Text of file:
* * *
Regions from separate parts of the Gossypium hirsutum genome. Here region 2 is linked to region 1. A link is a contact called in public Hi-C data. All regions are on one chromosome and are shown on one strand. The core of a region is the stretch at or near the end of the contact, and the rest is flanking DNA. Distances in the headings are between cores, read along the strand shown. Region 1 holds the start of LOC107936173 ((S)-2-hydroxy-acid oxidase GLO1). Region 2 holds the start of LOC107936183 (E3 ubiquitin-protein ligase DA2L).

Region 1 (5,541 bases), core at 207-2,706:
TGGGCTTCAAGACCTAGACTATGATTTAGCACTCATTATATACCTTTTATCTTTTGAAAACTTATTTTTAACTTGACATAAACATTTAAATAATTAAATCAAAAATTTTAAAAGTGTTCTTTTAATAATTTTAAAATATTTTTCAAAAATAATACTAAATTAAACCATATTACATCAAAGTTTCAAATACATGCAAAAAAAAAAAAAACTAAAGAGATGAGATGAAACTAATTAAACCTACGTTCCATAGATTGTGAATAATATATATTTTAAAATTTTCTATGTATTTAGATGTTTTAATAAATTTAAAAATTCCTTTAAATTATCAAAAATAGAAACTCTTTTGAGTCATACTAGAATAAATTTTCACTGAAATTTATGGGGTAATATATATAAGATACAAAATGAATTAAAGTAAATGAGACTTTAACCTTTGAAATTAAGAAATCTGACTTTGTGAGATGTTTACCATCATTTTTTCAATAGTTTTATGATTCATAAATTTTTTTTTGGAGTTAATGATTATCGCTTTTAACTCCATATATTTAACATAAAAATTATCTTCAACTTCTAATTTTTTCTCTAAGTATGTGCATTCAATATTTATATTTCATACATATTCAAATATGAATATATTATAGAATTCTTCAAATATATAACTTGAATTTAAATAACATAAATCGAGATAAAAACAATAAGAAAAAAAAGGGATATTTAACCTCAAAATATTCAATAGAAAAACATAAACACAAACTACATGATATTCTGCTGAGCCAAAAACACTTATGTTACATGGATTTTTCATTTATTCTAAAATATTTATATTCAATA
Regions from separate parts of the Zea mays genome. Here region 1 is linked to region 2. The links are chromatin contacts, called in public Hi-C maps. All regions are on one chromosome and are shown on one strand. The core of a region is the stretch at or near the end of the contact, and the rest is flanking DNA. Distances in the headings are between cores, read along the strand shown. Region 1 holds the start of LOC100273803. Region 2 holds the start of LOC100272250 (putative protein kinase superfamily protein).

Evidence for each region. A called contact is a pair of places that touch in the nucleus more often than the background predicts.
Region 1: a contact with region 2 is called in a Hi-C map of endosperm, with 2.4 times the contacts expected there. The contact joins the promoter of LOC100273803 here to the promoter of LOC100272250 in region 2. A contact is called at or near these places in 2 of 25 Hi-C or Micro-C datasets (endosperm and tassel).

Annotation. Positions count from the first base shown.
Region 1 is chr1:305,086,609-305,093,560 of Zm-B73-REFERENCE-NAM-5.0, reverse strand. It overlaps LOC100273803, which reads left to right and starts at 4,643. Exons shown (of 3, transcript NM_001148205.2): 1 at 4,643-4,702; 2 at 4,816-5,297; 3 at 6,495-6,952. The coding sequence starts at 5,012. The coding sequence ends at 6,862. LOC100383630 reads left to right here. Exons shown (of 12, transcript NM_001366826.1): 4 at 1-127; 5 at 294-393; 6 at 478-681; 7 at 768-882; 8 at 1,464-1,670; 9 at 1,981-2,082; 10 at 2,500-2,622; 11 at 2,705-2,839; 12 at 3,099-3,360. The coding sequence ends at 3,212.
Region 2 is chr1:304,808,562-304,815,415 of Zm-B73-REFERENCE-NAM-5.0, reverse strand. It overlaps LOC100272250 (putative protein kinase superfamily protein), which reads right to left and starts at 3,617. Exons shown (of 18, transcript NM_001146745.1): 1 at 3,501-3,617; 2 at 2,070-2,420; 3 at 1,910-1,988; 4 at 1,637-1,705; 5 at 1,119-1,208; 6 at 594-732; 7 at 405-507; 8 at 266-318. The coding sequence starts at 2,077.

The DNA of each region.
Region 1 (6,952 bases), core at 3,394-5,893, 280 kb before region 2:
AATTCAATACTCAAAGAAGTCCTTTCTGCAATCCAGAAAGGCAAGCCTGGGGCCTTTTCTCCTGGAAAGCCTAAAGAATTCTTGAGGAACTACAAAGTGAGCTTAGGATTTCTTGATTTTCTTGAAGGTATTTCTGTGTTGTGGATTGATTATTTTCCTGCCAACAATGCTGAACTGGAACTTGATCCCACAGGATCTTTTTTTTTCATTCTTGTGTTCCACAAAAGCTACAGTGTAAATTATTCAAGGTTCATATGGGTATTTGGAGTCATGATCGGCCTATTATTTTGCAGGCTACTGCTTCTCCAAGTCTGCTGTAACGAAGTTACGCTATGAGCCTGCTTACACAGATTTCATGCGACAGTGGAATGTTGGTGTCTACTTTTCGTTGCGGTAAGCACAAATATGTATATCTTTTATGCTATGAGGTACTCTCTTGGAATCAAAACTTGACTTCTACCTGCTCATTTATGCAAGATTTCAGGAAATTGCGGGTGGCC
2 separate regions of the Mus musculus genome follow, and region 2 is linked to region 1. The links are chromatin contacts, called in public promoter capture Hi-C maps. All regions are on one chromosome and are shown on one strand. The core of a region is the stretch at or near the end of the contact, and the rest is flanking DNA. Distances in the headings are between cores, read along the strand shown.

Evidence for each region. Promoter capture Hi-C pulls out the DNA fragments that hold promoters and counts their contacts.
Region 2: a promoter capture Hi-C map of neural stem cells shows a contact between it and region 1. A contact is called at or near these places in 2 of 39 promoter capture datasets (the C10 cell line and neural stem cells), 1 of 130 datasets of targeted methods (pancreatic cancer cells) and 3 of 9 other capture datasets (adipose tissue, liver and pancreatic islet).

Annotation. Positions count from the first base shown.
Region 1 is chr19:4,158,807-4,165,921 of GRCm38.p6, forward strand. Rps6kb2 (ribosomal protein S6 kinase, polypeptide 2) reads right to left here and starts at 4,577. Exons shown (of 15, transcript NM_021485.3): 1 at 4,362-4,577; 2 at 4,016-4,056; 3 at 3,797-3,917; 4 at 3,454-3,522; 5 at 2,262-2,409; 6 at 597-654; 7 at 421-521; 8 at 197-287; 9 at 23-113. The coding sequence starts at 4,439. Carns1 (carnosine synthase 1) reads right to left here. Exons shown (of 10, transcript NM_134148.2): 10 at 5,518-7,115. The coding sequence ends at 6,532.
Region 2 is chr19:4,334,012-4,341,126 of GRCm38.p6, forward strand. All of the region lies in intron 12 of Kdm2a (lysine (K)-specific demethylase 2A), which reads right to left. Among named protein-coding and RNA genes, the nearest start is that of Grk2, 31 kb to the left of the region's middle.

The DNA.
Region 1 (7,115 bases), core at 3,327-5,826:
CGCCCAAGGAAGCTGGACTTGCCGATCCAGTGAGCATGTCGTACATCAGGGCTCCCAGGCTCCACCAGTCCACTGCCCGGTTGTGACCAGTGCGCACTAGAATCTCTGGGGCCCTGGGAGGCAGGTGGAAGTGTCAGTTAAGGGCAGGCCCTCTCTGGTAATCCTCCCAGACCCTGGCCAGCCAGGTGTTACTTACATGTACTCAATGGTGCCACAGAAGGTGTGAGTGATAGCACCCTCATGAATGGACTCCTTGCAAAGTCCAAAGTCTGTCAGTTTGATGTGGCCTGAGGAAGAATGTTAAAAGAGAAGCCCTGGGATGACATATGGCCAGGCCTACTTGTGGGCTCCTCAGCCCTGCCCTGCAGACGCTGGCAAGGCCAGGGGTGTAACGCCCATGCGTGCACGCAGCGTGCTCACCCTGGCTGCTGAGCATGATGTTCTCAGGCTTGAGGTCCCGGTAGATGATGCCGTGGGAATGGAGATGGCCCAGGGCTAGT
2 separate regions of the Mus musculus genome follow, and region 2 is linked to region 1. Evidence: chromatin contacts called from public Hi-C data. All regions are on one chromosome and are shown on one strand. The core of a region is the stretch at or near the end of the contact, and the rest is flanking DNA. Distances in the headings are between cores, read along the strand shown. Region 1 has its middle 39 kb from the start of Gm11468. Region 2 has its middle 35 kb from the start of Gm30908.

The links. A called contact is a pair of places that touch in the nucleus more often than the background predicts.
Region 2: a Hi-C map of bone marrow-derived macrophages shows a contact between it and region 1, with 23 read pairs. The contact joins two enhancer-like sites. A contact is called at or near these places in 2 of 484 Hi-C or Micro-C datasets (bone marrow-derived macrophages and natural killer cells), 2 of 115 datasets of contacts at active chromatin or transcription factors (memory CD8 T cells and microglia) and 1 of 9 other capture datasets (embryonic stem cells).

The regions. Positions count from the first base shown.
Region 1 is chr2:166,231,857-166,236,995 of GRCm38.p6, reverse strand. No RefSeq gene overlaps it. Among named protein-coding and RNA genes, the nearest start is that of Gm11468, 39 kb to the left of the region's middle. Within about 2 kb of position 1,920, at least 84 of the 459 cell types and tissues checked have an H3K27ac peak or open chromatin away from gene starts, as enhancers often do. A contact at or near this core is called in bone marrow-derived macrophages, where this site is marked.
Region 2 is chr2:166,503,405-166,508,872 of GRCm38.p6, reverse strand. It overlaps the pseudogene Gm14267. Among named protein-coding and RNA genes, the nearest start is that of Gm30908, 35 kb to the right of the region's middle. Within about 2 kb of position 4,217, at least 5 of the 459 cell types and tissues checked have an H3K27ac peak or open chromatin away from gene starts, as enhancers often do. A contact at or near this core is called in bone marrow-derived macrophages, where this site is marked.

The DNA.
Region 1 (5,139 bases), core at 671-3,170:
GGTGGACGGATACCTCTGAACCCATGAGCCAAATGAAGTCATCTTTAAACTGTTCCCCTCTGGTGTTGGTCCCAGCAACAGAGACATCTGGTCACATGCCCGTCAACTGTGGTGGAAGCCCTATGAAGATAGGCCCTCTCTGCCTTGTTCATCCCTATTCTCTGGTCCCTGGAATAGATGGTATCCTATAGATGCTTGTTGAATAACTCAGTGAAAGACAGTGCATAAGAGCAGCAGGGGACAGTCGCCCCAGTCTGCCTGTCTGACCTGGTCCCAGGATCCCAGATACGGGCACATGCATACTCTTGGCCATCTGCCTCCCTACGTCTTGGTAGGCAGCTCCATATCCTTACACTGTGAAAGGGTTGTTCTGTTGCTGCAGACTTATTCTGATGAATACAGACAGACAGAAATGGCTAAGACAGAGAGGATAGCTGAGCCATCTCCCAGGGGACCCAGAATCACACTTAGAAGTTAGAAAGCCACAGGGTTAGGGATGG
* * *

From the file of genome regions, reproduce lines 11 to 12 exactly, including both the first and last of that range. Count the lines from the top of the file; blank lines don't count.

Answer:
Region 1 (6,952 bases), core at 3,394-5,893, 280 kb before region 2:
AATTCAATACTCAAAGAAGTCCTTTCTGCAATCCAGAAAGGCAAGCCTGGGGCCTTTTCTCCTGGAAAGCCTAAAGAATTCTTGAGGAACTACAAAGTGAGCTTAGGATTTCTTGATTTTCTTGAAGGTATTTCTGTGTTGTGGATTGATTATTTTCCTGCCAACAATGCTGAACTGGAACTTGATCCCACAGGATCTTTTTTTTTCATTCTTGTGTTCCACAAAAGCTACAGTGTAAATTATTCAAGGTTCATATGGGTATTTGGAGTCATGATCGGCCTATTATTTTGCAGGCTACTGCTTCTCCAAGTCTGCTGTAACGAAGTTACGCTATGAGCCTGCTTACACAGATTTCATGCGACAGTGGAATGTTGGTGTCTACTTTTCGTTGCGGTAAGCACAAATATGTATATCTTTTATGCTATGAGGTACTCTCTTGGAATCAAAACTTGACTTCTACCTGCTCATTTATGCAAGATTTCAGGAAATTGCGGGTGGCC